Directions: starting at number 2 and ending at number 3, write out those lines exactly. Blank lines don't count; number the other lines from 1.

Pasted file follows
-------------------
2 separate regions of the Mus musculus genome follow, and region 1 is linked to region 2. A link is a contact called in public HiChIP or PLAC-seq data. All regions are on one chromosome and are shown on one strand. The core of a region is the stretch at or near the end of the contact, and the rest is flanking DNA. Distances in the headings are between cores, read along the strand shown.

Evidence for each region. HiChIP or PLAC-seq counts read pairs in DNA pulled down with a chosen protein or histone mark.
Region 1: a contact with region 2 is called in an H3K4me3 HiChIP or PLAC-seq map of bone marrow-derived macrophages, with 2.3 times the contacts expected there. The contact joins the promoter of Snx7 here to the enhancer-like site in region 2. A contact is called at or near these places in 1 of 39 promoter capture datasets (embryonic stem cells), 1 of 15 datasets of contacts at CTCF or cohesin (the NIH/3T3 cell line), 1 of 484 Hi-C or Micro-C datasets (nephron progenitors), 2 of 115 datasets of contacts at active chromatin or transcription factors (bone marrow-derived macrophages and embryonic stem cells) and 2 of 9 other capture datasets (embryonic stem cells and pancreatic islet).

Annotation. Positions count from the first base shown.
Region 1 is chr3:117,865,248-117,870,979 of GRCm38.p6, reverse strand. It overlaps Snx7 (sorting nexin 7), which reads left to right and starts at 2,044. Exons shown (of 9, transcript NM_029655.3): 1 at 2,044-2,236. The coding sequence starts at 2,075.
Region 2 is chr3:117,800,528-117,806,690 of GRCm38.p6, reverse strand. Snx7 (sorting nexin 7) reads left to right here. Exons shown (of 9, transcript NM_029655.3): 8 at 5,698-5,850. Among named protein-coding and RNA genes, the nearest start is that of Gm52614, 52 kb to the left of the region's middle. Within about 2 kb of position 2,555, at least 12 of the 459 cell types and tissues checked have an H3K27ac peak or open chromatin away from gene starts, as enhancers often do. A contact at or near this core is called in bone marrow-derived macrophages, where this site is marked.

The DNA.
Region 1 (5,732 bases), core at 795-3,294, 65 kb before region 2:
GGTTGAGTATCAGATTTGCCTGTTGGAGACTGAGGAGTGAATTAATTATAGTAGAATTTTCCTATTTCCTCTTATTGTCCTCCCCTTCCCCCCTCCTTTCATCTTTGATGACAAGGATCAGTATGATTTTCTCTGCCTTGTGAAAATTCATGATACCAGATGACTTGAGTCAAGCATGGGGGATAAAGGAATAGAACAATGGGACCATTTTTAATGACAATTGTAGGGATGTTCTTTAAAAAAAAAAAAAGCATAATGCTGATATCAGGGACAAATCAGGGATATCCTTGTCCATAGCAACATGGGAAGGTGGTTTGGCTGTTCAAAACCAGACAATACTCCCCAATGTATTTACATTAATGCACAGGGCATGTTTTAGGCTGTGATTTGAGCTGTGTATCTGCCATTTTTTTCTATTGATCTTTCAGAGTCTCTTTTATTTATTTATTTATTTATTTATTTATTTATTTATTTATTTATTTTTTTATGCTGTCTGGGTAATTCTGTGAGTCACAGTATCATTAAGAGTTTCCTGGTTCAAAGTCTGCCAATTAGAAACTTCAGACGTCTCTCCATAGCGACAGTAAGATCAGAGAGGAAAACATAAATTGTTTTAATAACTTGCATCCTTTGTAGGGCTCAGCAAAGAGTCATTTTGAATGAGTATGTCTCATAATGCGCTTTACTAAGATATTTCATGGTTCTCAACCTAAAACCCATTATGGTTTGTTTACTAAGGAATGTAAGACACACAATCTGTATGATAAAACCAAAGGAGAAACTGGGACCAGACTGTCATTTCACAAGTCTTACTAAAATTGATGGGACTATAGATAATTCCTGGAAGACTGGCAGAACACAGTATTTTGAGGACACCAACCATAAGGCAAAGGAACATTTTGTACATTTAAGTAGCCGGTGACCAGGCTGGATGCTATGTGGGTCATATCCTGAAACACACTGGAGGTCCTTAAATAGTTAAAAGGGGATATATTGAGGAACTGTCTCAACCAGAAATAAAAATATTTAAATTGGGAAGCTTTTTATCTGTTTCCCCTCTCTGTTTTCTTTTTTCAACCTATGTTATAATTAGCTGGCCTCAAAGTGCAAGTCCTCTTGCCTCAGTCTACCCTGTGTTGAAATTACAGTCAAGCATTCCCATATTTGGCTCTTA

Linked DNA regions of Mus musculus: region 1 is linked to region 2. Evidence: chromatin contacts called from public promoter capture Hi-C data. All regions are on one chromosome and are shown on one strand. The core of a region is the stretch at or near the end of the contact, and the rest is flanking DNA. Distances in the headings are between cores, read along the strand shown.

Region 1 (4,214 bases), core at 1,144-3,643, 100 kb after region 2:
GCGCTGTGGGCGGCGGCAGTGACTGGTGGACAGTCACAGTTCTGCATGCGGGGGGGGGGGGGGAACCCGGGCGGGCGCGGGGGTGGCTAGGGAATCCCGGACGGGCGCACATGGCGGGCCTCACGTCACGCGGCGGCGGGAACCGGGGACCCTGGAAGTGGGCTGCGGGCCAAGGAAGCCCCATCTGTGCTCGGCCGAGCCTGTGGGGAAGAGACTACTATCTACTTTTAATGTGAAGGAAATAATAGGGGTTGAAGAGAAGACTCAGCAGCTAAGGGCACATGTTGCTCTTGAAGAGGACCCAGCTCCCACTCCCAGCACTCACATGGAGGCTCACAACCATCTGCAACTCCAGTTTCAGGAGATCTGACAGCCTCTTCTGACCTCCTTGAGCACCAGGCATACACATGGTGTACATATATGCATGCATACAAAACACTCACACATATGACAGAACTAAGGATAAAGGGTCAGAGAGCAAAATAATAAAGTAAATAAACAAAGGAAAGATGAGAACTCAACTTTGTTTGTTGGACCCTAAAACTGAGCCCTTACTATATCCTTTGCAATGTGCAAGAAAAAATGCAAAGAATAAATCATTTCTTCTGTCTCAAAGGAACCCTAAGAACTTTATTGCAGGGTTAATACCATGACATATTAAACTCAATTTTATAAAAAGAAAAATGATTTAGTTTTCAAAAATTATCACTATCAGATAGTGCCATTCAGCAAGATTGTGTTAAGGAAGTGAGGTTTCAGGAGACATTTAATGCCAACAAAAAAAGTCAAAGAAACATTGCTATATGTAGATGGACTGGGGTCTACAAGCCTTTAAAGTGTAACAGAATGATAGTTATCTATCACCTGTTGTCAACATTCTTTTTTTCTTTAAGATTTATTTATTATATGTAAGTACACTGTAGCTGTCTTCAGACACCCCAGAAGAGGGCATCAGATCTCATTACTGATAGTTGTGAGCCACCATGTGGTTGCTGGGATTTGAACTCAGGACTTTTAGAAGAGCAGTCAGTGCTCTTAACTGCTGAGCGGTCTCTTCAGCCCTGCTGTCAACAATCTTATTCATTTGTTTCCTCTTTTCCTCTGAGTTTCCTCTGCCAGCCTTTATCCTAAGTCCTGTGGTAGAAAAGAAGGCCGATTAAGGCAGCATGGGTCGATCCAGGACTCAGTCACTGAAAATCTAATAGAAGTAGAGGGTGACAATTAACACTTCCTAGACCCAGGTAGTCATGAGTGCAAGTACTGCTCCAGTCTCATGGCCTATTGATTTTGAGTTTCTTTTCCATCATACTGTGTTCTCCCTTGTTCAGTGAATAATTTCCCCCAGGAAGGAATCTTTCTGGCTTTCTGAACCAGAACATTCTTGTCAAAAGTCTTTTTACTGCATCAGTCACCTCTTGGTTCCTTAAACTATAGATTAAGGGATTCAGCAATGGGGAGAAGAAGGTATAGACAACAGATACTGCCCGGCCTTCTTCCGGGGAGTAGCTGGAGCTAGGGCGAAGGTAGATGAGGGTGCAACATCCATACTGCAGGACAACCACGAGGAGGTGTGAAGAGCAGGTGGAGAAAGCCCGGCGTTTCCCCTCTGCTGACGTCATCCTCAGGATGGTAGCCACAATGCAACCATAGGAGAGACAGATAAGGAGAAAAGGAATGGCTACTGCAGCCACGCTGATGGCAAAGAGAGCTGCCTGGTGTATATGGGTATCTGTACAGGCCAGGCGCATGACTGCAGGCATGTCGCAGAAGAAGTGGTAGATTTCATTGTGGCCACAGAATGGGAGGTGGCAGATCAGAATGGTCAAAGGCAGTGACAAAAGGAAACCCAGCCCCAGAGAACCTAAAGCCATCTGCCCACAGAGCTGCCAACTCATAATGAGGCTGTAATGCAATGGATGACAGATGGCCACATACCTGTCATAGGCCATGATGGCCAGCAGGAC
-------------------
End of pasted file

Evidence for each region. HiChIP or PLAC-seq counts read pairs in DNA pulled down with a chosen protein or histone mark.
Region 1: a contact with region 2 is called in an H3K4me3 HiChIP or PLAC-seq map of bone marrow-derived macrophages, with 2.3 times the contacts expected there. The contact joins the promoter of Snx7 here to the enhancer-like site in region 2. A contact is called at or near these places in 1 of 39 promoter capture datasets (embryonic stem cells), 1 of 15 datasets of contacts at CTCF or cohesin (the NIH/3T3 cell line), 1 of 484 Hi-C or Micro-C datasets (nephron progenitors), 2 of 115 datasets of contacts at active chromatin or transcription factors (bone marrow-derived macrophages and embryonic stem cells) and 2 of 9 other capture datasets (embryonic stem cells and pancreatic islet).